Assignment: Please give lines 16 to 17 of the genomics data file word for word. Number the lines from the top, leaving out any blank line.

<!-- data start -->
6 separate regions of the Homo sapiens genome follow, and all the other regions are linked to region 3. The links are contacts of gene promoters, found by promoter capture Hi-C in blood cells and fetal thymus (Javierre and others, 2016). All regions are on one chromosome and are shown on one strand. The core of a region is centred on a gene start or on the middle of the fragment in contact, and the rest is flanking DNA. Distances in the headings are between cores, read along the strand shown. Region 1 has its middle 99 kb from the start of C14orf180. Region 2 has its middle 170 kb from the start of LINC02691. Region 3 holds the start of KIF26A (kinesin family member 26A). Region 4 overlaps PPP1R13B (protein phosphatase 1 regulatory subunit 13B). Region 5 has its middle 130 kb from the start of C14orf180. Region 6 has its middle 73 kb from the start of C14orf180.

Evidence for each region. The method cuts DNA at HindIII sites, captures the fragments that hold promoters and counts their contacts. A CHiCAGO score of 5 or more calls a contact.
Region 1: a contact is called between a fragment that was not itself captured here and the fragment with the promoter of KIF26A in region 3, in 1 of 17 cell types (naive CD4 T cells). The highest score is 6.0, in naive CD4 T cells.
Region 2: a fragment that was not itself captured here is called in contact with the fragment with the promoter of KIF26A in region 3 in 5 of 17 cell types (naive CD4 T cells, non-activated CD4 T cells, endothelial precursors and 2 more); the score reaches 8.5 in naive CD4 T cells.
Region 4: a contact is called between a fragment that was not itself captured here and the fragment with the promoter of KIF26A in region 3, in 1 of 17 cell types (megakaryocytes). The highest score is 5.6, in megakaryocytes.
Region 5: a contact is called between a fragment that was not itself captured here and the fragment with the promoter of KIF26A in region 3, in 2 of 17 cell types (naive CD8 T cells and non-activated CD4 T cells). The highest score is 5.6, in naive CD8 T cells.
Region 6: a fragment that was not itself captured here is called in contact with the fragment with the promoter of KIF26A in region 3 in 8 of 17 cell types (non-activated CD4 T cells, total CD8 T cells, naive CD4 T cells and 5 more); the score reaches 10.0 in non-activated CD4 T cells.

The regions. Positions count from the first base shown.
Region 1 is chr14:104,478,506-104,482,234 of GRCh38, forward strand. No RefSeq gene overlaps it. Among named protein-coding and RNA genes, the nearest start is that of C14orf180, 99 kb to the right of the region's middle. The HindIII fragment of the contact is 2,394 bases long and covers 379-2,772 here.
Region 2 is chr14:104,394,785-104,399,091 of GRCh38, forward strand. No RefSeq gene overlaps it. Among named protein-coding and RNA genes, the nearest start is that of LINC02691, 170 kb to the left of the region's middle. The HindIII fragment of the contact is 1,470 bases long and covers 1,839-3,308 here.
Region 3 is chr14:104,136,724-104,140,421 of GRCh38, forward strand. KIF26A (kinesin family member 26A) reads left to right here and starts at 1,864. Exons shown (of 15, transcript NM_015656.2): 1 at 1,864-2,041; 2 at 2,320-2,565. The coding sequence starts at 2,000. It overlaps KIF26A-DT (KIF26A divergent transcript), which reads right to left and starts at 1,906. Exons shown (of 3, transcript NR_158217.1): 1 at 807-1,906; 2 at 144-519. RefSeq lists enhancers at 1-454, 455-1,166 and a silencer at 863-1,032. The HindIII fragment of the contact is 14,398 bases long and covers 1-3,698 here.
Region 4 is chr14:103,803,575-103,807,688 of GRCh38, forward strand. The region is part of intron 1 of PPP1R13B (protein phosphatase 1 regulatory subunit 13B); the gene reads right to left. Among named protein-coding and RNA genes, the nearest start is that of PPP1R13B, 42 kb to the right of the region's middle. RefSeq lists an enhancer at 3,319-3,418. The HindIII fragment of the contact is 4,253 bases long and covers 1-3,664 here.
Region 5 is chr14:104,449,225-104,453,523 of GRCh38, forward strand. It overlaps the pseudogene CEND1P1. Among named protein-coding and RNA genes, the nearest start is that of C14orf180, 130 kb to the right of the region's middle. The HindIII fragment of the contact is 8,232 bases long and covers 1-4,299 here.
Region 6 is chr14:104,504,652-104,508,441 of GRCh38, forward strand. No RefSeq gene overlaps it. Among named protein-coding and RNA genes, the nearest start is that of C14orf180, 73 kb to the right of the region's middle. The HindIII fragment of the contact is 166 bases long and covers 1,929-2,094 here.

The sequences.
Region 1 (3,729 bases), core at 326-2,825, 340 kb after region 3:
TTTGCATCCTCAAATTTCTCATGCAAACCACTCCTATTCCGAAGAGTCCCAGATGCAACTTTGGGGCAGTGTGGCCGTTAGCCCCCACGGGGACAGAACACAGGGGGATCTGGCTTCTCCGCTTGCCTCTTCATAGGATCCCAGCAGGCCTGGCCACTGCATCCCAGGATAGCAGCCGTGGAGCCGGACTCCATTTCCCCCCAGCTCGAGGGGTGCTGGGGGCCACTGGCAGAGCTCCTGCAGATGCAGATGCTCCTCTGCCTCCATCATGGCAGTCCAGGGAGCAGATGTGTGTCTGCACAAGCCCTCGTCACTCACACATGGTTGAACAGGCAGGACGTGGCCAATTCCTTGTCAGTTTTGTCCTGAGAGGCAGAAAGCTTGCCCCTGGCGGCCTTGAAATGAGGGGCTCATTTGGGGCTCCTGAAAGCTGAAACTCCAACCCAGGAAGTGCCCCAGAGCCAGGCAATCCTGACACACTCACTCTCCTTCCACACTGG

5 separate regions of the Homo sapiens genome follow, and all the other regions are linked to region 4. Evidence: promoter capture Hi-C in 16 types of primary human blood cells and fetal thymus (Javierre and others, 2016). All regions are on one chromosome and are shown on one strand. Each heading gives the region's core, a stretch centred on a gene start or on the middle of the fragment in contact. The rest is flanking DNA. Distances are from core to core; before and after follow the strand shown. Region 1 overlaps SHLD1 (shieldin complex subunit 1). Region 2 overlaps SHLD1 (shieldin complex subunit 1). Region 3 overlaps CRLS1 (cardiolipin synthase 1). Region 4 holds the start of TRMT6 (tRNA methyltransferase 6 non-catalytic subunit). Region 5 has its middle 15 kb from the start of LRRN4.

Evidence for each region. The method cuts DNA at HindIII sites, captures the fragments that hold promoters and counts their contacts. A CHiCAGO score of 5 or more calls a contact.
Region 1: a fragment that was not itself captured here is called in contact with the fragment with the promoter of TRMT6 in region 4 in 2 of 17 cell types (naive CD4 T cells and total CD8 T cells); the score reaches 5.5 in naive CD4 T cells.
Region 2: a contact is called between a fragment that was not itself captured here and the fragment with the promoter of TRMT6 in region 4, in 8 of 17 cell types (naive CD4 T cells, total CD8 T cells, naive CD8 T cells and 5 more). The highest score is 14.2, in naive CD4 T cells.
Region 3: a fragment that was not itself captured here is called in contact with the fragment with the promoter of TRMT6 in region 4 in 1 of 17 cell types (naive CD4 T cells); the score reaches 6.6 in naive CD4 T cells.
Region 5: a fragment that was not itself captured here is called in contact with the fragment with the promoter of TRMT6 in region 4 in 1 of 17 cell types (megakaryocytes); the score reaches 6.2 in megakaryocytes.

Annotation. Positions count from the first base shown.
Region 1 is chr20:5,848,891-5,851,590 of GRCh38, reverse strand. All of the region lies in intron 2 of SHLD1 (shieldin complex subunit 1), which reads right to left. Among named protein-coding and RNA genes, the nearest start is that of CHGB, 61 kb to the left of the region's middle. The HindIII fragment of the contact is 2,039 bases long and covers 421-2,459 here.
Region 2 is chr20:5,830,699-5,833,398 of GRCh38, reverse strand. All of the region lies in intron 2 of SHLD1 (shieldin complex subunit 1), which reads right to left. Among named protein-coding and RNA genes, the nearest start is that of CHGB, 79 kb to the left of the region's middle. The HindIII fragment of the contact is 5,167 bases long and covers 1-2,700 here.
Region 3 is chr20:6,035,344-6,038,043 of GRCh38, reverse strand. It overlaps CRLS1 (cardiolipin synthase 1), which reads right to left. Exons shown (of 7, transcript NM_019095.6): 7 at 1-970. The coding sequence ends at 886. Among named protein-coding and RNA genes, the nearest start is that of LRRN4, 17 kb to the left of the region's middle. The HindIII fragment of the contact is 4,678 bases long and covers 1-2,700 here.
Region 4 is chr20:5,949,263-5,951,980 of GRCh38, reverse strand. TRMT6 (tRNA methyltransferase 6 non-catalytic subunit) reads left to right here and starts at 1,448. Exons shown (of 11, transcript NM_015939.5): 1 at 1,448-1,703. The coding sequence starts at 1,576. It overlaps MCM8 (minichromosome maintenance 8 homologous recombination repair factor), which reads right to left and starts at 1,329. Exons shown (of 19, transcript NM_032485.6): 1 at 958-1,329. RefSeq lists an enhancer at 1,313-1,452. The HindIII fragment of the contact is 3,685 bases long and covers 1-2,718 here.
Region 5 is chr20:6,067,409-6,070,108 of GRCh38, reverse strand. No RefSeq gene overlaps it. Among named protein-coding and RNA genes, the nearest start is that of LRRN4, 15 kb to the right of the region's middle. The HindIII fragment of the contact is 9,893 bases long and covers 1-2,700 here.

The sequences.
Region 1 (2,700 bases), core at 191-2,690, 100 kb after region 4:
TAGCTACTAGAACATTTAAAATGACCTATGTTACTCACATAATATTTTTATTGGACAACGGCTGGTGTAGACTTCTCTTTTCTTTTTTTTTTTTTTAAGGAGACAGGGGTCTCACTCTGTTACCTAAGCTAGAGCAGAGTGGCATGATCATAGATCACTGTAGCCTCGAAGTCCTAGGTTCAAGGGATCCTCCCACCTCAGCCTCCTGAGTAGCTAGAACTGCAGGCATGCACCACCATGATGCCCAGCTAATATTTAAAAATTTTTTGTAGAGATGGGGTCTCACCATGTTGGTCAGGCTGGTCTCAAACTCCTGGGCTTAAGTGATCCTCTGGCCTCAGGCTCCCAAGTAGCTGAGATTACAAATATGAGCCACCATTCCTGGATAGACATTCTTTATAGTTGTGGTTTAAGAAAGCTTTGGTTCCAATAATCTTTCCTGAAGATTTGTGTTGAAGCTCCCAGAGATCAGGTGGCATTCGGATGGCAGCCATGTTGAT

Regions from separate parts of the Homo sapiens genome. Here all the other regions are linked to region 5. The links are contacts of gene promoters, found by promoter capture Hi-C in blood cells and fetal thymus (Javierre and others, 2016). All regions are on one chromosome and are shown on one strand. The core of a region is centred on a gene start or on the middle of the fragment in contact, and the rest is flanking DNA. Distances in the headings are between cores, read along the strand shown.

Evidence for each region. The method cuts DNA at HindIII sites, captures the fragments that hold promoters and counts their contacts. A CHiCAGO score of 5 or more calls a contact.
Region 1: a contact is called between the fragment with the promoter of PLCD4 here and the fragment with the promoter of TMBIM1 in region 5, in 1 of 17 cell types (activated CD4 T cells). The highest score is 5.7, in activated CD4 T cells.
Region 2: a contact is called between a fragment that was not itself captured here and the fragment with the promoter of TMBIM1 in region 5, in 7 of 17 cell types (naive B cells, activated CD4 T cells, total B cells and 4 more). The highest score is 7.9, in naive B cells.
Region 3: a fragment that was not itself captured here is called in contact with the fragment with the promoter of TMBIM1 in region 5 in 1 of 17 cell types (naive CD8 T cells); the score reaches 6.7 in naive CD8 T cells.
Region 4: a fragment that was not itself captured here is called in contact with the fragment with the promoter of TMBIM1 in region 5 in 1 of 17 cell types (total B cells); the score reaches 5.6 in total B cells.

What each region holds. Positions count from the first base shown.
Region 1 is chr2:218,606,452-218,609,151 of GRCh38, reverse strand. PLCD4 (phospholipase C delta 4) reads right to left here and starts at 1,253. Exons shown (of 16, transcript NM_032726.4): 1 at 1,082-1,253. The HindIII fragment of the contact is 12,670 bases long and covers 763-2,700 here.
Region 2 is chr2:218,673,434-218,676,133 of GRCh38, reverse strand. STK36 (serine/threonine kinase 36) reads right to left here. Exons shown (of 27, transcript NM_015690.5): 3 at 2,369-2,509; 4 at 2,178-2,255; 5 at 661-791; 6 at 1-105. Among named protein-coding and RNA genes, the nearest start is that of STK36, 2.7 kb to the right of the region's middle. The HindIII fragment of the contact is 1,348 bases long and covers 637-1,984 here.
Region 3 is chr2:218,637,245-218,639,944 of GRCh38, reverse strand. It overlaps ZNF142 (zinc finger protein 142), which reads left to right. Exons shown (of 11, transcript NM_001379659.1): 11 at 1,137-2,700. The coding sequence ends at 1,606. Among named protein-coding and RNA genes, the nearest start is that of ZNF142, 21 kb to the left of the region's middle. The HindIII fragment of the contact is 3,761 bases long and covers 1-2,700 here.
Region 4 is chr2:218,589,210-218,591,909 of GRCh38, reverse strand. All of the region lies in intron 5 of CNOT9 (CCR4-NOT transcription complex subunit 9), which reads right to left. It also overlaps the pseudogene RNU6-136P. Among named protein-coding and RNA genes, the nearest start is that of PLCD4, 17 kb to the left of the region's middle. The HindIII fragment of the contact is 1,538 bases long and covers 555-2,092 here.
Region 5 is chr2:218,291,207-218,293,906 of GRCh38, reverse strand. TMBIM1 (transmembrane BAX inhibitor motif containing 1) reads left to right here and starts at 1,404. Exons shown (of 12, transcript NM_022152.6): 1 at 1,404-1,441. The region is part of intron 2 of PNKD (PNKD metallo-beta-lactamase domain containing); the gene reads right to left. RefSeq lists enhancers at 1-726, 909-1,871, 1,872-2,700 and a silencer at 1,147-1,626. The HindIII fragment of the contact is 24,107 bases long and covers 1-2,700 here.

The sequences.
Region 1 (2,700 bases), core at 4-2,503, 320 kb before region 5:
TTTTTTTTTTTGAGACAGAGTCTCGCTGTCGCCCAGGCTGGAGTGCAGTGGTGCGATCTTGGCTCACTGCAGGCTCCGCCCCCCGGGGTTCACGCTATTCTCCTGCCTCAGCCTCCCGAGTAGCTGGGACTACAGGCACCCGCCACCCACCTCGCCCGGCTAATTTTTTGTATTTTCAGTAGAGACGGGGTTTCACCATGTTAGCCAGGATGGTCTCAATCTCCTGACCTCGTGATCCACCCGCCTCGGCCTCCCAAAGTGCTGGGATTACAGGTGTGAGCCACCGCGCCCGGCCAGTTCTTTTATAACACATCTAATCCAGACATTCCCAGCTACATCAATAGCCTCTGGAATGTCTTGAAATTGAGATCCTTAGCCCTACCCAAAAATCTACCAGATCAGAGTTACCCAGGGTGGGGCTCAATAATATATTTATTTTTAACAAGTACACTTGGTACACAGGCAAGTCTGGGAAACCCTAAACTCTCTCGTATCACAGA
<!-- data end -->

Region 1 (3,729 bases), core at 326-2,825, 340 kb after region 3:
TTTGCATCCTCAAATTTCTCATGCAAACCACTCCTATTCCGAAGAGTCCCAGATGCAACTTTGGGGCAGTGTGGCCGTTAGCCCCCACGGGGACAGAACACAGGGGGATCTGGCTTCTCCGCTTGCCTCTTCATAGGATCCCAGCAGGCCTGGCCACTGCATCCCAGGATAGCAGCCGTGGAGCCGGACTCCATTTCCCCCCAGCTCGAGGGGTGCTGGGGGCCACTGGCAGAGCTCCTGCAGATGCAGATGCTCCTCTGCCTCCATCATGGCAGTCCAGGGAGCAGATGTGTGTCTGCACAAGCCCTCGTCACTCACACATGGTTGAACAGGCAGGACGTGGCCAATTCCTTGTCAGTTTTGTCCTGAGAGGCAGAAAGCTTGCCCCTGGCGGCCTTGAAATGAGGGGCTCATTTGGGGCTCCTGAAAGCTGAAACTCCAACCCAGGAAGTGCCCCAGAGCCAGGCAATCCTGACACACTCACTCTCCTTCCACACTGG